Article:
Mystics (those who are adept at using the full benefit of their human perceiving functions) over the ages have understood reality as One. This is reflected in every religious tradition the thought process can conjure. Although it is not practiced by a majority of sensor/thinker intellectuals, or sensor/feeler emotional separatists.

Father Thomas Keating, a Benedictine and Christian contemplative, speaks of the spiritual journey this way:

1. I am convicted there is an "O"ther 
2. I try to become the "O"ther
3. I am One with the "O"ther

It is true that perception holds the key to what we call "Reality." The relationship between who I am and who God is, my relationship with other created ("originated") elements is completely dependent on my point(s) of view, the limitations of my thinking and intuitive/emotional memory.

This morning in my reading, I found an interesting coincidence of Christian and Sufi mysticism from the 12th-13thc, with regard to perception/vision/the eye. Below are two quotations, one by a Christian and the other by a Sufi, describing the perception of myself as Other and Other as myself.

 "The eye through which I see God is the same eye through which God sees me; my eye and God's eye are one eye, one seeing, one knowing, one love." ~Meister Eckhart

 In the final part of this hymnic opening to Ring Settings of Wisdom, Ibn Arabi introduces a key pun on the world insān, which can mean both “human being and “pupil of the eye.” The complete human is the pupil of the eye of reality, the mode of perception. As khalifa or regent, it is also the “seal” by which the order of reality in maintained. Were it to be removed, the articulated world would collapse in upon itself:

 That one was named insān (human being, pupil of eye) and khalifa (regent)

 He is named insān because of the universality of his nature encompassing all realities

 He is to the real
 As the insān is to the eye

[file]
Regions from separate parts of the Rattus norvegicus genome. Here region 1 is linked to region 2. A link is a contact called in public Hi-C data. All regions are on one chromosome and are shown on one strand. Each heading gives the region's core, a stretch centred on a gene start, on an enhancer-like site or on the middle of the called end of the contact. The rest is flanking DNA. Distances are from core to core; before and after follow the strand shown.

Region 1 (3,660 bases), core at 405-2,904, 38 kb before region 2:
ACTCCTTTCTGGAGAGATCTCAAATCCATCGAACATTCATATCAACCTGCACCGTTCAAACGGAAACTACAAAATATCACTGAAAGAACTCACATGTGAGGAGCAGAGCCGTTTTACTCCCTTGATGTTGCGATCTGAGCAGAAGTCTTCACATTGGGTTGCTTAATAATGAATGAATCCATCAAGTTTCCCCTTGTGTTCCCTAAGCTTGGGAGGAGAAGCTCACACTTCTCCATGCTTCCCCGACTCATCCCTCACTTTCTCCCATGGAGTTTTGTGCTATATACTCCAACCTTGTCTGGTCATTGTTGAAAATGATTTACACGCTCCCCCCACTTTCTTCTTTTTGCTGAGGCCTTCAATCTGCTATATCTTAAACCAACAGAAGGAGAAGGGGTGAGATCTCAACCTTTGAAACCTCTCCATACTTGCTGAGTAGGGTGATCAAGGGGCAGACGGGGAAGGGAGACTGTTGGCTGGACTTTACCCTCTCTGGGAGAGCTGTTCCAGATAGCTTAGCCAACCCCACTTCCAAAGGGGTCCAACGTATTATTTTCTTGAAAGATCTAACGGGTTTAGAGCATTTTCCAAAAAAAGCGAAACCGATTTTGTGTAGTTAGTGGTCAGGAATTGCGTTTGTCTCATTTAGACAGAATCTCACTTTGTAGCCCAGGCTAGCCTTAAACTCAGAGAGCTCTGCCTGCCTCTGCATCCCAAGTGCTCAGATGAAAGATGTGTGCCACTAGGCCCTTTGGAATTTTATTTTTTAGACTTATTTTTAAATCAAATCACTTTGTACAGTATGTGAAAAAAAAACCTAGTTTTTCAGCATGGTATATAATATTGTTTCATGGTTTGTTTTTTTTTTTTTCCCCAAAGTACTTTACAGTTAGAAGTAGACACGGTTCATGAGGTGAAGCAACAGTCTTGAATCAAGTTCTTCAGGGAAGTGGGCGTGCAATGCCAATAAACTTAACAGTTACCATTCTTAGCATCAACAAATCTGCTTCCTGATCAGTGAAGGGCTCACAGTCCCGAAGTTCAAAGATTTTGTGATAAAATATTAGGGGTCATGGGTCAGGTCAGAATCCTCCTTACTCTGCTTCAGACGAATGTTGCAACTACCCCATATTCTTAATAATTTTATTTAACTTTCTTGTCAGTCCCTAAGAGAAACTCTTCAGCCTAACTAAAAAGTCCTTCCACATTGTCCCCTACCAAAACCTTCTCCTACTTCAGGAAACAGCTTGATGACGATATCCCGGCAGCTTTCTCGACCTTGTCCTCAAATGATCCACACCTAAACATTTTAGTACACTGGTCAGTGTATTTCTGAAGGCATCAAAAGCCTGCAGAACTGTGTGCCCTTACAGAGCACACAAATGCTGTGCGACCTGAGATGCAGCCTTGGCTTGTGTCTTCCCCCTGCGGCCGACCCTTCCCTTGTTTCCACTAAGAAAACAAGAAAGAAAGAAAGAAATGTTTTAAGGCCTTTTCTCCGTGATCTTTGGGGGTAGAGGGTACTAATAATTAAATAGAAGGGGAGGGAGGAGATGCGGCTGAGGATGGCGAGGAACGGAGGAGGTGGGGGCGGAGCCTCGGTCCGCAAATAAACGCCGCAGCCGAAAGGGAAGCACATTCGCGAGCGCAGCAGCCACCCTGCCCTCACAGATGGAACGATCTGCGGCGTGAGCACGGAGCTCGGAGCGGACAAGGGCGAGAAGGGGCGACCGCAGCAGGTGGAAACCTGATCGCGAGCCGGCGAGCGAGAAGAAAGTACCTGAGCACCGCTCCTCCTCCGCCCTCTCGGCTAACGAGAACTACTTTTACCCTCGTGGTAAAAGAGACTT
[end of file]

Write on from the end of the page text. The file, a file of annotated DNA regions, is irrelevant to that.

The medium of vision and perception

 So he is called insān
 Because through him the real views its creation
 And extends them compassion

 He is insān , originated and eternal
 He is the living being, without beginning, without end
 He is the word, discriminating and integrating
 He is the world
 As the ringstone of the ring is to the ring…

~From Mystical Languages of Unsaying, Michael Sells

Buddhists would call this the journey into Awareness, while monotheists contextualize it as "Union with God ('The Other')," and Hindus might call it Moksha. It is the spiritual journey of a human mind toward realizing her mental potential. It is the process of enlightened consciousness.

And we all, who with unveiled faces contemplate the Lord's glory, are being transformed into his image with ever-increasing glory, which comes from the Lord, who is the Spirit. 2 Corinthians 3:18

With a prayer for reconciliation and peace, Peggy

 Ibn Arabi:July 28, 1165 – November 10, 1240) was an Arab Andalusian Sufi mystic and philosopher. He is renowned by some practitioners of Sufism as "the greatest master" and also as a genuine saint.

 Meister Eckhart (1260 – c. 1327), commonly was a German Dominican theologian, philosopher and mystic.

Sunday, January 5, 2014

The Gifts of the Magi